584. What’s All The Shouting About?

“The Book of Proverbs,” Stan began, “is filled with words of wisdom on how I’m to live the life I have remaining here before I step into eternity.”

“So,” I asked, “do you read it on a regular basis?”

“Not only do I read it every day,” Stan replied, “but I study it so that it becomes an essential part of my faith walk from conversion in the direction of transformation.”

“But isn’t it in the Old Testament?” I asked.

“It is,” Stan replied, “but I don’t think that has anything to do with whether or not it’s applicable to my faith walk.”

Continuing, he said, “I agree completely with what the apostle Paul wrote about all scripture  being profitable for teaching, and I think this is especially true for the godly wisdom contained in the Book of Proverbs.”

“You have an example?” I asked.

“Always,” Stan replied with a smile.

“In the first chapter of Proverbs,” he continued, “the reader, including me, is introduced to a shouting woman.”

“A shouting woman?” I replied.  “What’s that all about?”

“Well,” Stan said, “I think it’s all about at least two things.  In the first place, I think she is speaking the wisdom of God.  Secondly, I think she has to shout in order to be heard above the noise of self, the world, the flesh, and the devil.”

“I can say for a fact,” he continued, “that there are way too many things that have to be shouted at me in order to get my attention.  At the very least, that was true at the beginning of my faith walk.”

“But,” he added, “as God got my attention, it was like He no longer needed to shout.  He could speak in whatever voice He chose and I would listen.”

“But are there times when you stop listening?” I asked.   “What happens then?”

“God may very well have to start shouting again!” Stan replied, “but I don’t want for Him to have to do that, so I choose to listen to His quiet voice.”


Wisdom shouts in the street, she lifts her voice in the square.  Proverbs 1:20.

All Scripture in inspired by God and profitable for teaching, for reproof, for correction, for training in righteousness; that the man of God may be adequate, equipped for every good work.  2 Timothy 3:16, 17.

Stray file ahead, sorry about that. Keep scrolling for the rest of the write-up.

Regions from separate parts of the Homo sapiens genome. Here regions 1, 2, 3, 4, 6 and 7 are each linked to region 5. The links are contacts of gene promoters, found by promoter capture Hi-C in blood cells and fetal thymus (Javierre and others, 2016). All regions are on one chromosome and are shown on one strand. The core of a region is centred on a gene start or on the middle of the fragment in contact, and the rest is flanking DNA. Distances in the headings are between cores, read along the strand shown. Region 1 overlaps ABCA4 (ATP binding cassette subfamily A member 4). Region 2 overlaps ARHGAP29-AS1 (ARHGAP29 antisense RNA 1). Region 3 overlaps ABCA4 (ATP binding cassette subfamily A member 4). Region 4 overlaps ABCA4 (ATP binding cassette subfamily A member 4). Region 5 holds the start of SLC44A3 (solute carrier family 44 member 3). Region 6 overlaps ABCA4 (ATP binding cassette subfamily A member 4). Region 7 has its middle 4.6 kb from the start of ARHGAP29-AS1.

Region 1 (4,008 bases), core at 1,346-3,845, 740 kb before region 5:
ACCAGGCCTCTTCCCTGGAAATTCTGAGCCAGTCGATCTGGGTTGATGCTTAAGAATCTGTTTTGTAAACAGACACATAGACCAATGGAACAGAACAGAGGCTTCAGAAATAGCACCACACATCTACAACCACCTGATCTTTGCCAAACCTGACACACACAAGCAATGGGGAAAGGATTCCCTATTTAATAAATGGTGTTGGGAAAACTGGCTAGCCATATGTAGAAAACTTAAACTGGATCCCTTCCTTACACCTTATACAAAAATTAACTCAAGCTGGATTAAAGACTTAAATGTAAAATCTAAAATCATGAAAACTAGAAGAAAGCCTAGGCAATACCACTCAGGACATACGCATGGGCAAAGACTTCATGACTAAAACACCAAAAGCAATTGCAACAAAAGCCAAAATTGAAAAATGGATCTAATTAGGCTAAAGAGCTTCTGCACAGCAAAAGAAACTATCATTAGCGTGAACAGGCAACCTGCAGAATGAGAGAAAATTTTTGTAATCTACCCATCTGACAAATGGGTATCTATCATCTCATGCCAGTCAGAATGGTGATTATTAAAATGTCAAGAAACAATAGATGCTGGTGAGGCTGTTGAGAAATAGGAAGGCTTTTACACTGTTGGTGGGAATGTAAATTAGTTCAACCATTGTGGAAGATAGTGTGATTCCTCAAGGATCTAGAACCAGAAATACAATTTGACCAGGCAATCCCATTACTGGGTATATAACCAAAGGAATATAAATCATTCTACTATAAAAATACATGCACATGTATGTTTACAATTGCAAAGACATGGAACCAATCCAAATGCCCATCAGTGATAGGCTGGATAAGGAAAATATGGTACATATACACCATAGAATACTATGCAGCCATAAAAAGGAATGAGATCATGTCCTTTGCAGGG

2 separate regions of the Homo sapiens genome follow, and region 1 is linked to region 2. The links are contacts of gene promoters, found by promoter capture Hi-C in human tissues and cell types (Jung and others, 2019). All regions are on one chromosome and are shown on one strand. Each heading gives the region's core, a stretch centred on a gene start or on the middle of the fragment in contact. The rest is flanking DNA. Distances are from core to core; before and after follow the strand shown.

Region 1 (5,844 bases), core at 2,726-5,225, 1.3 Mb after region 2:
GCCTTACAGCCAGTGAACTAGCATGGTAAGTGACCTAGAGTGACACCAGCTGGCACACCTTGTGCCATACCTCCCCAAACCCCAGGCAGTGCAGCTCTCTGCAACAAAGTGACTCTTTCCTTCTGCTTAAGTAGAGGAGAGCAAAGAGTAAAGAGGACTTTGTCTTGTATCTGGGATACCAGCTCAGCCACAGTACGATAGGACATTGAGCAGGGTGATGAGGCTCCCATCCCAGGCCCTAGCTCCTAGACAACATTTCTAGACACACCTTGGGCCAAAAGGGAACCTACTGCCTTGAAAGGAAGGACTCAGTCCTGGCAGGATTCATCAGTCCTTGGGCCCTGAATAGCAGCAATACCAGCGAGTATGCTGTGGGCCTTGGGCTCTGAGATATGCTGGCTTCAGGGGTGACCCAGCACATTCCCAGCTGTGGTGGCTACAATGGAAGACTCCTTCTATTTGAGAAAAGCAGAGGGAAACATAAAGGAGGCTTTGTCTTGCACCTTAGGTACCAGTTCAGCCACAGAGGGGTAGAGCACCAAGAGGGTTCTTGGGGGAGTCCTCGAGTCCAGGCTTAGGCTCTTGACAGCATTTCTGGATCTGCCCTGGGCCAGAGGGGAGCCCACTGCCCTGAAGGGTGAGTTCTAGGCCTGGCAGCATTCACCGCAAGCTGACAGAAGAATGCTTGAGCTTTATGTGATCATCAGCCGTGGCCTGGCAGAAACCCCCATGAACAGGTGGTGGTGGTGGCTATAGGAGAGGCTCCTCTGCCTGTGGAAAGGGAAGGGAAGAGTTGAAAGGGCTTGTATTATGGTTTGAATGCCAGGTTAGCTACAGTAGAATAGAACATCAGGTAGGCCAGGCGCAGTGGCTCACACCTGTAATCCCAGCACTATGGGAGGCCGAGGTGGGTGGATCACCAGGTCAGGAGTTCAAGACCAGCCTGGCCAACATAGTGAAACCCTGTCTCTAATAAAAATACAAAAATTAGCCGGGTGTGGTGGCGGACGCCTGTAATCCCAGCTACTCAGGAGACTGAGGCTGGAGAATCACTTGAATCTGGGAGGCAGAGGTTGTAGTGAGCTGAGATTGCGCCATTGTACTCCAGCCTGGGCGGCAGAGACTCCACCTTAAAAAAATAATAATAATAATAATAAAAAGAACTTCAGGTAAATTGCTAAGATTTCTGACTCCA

Prayer:  Thank you, Father, that one day I will step into eternity to be with you forever.  Thank you also for all you have to say to me about how you intend for me to live the life I have remaining on this side of eternity before then.  I confess that too often I do not listen to what you have for me to hear, and that you have to raise your voice so I will hear above the noise of self, the world, the flesh, and the devil.  Please forgive me.  And please, Father, help me in following every step of your lead so I hear all you have to say to me in whatever way you choose to speak, in a loud voice or in a still voice.  Open me to hear.  Thank you I can and do bring all of these prayers before you in the name of Jesus.  Amen.

Think on this:  The need to shout often comes from a person not hearing a normal voice. Shouting may be necessary as an urgent warning.  Or it may be because the person doesn’t hear a quieter voice.   Have you ever heard God shouting at you?  If so, what did it sound like?  Why was He shouting?  Was it a warning or something else?  What did you do in response to His shouting?  If you didn’t do anything, do you wish you would have?  How can you keep God from having to shout at you?

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